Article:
As we broadened our lens to take in the stars, we discovered that we are made of the basic elements of the universe. As Carl Sagan once famously said, “The cosmos is within us. We are made of star-stuff. We are a way for the universe to know itself.”
Astronomy is where the practice of astrology seeks its foundation; entirely different studies and conversely compared, astronomy and astrology have common roots in the investigation of the cosmos. Where astronomy fails to provide an answer, as modern science and technology go only so far, astrology attempts to provide the answers.
Astrology considers celestial bodies, planets, and the movement of objects in space and their relationship to humankind and events on Earth. The earliest evidence of humans tracking the moon’s influence on the tides was recorded 25,000 years ago. The Babylonians were the first to create a system for astrology around the 2nd Millenium BCE. The Egyptians developed a system of time measurement based on the constellations they called the decans.
Alexander the Great introduced the Greeks to the cosmological ideas of the Babylonians, and the theories of astrology were eventually passed on to the Romans. Astrology influenced Medieval Europe until the end of the Renaissance with the breakdown of Aristotolein physics; by the 17th Century, Astrology was considered divination.
From India, the earliest mention of astrology is in the Vedas, one of India’s oldest texts containing Sanskrit literature and scriptures of Hinduism.
Astrology is held in high regard in China thanks to Confucious, who once said, “Heaven sends down its good or evil symbols, and wise men act accordingly.”
The Maya, Mixtec, and Aztecs utilized calendars linked to intricate astrological systems to answer questions of day-to-day life. Evidence shows that the Mayans also tracked planets’ movements, including Mercury, Mars, and Jupiter.
Considering how past civilizations have examined the stars and identified with the universe’s fluctuations, how do you regard astrology? Is it best considered a scientific myth established in astronomy, or is it madness? Should we refine our decisions based on the fullness of the moon or a shooting star?
Here are a few quotes from infamous philosophers, scientists, and artists that seek to resolve the mysteries of the universe.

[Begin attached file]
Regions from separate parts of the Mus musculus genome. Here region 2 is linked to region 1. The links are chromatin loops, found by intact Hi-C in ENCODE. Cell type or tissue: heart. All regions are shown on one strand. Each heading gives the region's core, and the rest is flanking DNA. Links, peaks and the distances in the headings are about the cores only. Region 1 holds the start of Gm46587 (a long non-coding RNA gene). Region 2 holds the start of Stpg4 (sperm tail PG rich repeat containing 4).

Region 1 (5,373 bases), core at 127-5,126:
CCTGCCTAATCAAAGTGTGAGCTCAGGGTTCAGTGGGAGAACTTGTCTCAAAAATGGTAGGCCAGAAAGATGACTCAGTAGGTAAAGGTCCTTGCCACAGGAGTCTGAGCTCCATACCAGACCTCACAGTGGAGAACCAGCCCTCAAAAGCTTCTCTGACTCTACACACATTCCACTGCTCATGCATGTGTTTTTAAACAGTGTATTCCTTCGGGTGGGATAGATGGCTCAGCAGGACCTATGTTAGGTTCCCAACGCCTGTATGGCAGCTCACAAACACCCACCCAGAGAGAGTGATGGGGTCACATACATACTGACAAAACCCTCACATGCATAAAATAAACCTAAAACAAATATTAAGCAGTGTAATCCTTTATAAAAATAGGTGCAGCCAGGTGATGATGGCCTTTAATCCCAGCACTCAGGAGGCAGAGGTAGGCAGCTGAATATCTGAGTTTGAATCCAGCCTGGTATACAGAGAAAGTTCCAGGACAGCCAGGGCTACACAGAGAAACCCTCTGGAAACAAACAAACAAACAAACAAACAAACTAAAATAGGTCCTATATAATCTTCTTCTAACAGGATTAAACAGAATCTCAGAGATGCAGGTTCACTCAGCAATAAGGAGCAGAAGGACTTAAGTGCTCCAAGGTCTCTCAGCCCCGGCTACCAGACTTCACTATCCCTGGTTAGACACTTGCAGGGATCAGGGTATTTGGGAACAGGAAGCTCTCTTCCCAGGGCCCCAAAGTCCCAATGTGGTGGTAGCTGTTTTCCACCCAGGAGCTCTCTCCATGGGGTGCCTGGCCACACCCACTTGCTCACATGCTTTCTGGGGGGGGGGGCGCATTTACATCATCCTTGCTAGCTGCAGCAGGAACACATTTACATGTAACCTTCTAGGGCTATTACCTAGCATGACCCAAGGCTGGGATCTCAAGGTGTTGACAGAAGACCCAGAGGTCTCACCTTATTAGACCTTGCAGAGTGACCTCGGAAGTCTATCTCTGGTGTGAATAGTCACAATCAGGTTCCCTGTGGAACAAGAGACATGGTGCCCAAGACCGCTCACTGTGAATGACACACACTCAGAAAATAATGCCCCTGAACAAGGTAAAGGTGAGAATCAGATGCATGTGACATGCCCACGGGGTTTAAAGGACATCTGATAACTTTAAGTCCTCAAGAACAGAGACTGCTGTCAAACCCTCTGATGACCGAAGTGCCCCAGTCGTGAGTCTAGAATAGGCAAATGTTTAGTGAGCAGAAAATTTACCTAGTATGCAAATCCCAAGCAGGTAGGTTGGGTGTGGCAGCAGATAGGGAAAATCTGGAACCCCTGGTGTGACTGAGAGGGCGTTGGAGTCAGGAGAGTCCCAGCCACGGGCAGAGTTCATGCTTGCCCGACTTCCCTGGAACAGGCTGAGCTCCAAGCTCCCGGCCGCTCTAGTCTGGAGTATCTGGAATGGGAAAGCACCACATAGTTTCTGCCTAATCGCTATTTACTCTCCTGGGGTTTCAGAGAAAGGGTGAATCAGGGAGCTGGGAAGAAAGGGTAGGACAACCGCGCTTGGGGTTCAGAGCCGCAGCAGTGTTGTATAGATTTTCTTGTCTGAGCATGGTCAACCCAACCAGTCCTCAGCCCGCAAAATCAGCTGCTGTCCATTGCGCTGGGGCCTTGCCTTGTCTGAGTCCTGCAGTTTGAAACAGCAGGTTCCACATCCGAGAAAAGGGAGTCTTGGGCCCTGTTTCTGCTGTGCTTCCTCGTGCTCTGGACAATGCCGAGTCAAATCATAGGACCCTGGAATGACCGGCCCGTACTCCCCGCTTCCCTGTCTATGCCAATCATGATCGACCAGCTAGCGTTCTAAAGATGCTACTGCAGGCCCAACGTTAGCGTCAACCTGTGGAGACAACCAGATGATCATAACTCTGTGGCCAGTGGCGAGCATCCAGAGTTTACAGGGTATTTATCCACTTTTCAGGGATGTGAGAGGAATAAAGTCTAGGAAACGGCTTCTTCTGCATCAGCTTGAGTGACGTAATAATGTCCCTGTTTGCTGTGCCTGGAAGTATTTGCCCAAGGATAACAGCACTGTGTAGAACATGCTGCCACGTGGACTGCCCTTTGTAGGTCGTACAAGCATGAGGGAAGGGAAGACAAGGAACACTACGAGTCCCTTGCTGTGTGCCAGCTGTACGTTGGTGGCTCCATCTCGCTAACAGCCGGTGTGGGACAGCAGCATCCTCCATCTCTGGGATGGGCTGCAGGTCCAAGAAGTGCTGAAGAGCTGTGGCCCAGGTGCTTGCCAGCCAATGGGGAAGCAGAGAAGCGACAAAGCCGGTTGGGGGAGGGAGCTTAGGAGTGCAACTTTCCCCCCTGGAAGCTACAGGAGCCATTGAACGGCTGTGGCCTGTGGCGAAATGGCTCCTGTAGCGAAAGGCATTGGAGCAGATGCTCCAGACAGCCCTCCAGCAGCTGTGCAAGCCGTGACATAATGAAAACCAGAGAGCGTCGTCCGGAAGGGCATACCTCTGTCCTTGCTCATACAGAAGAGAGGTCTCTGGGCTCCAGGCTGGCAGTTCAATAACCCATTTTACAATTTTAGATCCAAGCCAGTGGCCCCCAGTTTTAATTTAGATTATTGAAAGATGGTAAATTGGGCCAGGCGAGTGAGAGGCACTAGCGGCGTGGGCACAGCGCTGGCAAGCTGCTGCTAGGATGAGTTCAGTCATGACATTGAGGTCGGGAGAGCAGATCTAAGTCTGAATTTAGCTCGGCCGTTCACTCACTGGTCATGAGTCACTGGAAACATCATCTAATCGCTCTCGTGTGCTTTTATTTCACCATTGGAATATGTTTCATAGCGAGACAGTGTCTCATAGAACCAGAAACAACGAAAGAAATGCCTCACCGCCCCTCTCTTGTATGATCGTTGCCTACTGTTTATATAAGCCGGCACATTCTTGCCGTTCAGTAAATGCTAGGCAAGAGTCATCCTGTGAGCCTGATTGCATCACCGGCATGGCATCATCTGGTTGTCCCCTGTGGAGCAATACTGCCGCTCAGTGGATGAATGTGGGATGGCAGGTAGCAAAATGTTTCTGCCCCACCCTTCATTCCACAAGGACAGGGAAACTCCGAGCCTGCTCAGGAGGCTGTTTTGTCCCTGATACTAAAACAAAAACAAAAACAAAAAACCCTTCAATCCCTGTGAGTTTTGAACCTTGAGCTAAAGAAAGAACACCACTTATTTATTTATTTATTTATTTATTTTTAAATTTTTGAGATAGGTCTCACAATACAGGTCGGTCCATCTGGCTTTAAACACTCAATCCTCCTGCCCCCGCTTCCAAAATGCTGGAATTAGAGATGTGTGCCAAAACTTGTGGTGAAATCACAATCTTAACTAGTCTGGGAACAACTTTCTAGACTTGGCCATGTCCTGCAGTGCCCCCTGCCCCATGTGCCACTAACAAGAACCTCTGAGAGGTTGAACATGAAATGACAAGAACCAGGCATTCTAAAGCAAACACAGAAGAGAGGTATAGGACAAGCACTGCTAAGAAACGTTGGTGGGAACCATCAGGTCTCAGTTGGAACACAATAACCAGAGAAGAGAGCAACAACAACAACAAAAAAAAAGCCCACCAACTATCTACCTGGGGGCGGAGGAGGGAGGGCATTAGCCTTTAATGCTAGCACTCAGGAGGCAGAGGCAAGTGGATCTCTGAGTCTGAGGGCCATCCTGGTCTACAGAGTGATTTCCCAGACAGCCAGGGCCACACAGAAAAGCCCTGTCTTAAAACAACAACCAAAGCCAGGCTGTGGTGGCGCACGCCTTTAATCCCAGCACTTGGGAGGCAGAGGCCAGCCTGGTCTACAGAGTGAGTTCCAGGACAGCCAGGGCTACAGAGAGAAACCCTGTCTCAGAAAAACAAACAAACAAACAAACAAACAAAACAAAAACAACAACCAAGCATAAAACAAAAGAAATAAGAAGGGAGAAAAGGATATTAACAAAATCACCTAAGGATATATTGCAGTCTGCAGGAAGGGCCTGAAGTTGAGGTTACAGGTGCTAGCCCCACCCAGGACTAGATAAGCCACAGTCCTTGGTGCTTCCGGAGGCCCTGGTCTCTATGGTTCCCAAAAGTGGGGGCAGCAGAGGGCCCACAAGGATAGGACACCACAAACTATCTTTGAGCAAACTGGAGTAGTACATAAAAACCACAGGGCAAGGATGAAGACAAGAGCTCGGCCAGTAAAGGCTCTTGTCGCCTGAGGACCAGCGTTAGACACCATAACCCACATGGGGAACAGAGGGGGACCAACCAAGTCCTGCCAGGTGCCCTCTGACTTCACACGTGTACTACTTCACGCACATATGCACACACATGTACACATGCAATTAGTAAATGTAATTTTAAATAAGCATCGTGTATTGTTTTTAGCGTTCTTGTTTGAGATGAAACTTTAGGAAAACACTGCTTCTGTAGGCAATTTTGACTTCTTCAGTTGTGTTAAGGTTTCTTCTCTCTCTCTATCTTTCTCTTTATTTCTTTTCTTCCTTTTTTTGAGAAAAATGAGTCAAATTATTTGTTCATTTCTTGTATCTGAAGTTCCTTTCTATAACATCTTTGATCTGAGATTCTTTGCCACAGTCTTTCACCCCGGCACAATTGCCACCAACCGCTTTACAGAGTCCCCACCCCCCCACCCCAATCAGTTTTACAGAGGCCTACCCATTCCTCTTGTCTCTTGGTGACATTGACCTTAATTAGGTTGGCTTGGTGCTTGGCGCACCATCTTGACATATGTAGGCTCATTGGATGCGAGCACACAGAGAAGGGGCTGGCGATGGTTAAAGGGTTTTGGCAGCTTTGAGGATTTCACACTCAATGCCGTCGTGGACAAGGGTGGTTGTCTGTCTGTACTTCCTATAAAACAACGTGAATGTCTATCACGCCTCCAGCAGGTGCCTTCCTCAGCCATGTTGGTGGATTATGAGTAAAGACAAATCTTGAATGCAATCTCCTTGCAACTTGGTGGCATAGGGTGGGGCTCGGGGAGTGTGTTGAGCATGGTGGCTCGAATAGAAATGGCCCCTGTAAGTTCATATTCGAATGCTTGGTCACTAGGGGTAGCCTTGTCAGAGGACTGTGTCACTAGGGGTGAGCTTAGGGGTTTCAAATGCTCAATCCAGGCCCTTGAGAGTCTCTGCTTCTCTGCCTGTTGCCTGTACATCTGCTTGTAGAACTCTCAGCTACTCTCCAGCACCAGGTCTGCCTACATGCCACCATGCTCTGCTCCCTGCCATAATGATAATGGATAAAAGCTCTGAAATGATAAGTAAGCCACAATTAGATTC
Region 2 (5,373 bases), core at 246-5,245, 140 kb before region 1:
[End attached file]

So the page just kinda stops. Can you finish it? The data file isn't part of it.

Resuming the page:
We have peered into a new world and have seen that it is more mysterious and more complex than we had imagined.
– Vera Rubin, astronomer.
It is not in the stars to hold our destiny but in ourselves; we are underlings.
– William Shakespeare, playwright.
We have to be very careful not to impose our hopes and desires on the cosmos, but instead, in the scientific tradition and with the most open mind possible, see what the cosmos is saying to us.
– Carl Sagan, astronomer.
About astrology and palmistry: they are good because they make people vivid and full of possibilities. They are communism at its best. Everybody has a birthday and almost everybody has a palm.
– Kurt Vonnegut, writer.
Science, like every effort of thought, consists in interpreting experience… all human thought, including beliefs which appear completely absurd, is experimental and claims to be based on and confirmed by experience.
– Simone Weil, philosopher.
Do not look at stars as bright spots only. Try to take in the vastness of the universe.
– Maria Mitchell, astronomer.
The universe is made of stories, not of atoms.
– Muriel Rukeyser, poet.
Astronomy compels the soul to look upwards and leads us from this world to another.
– Plato, philosopher.
Space is for everybody. It’s not just for a few people in science or math, or for a select group of astronauts. That’s our new frontier out there, and it’s everybody’s business to know about space.
– Christa McAuliffe, astronaut.
And what if the sky here is no different
And it is my eyes that have been sharpening themselves?
– Sylvia Plath, poet.
A physician without a knowledge of Astrology has no right to call himself a physician.
– Hippocrates, physician.
Teacher of Yoga, Mantra & Meditation
Seeker of the Sacred.
Facilitator of conscious movement.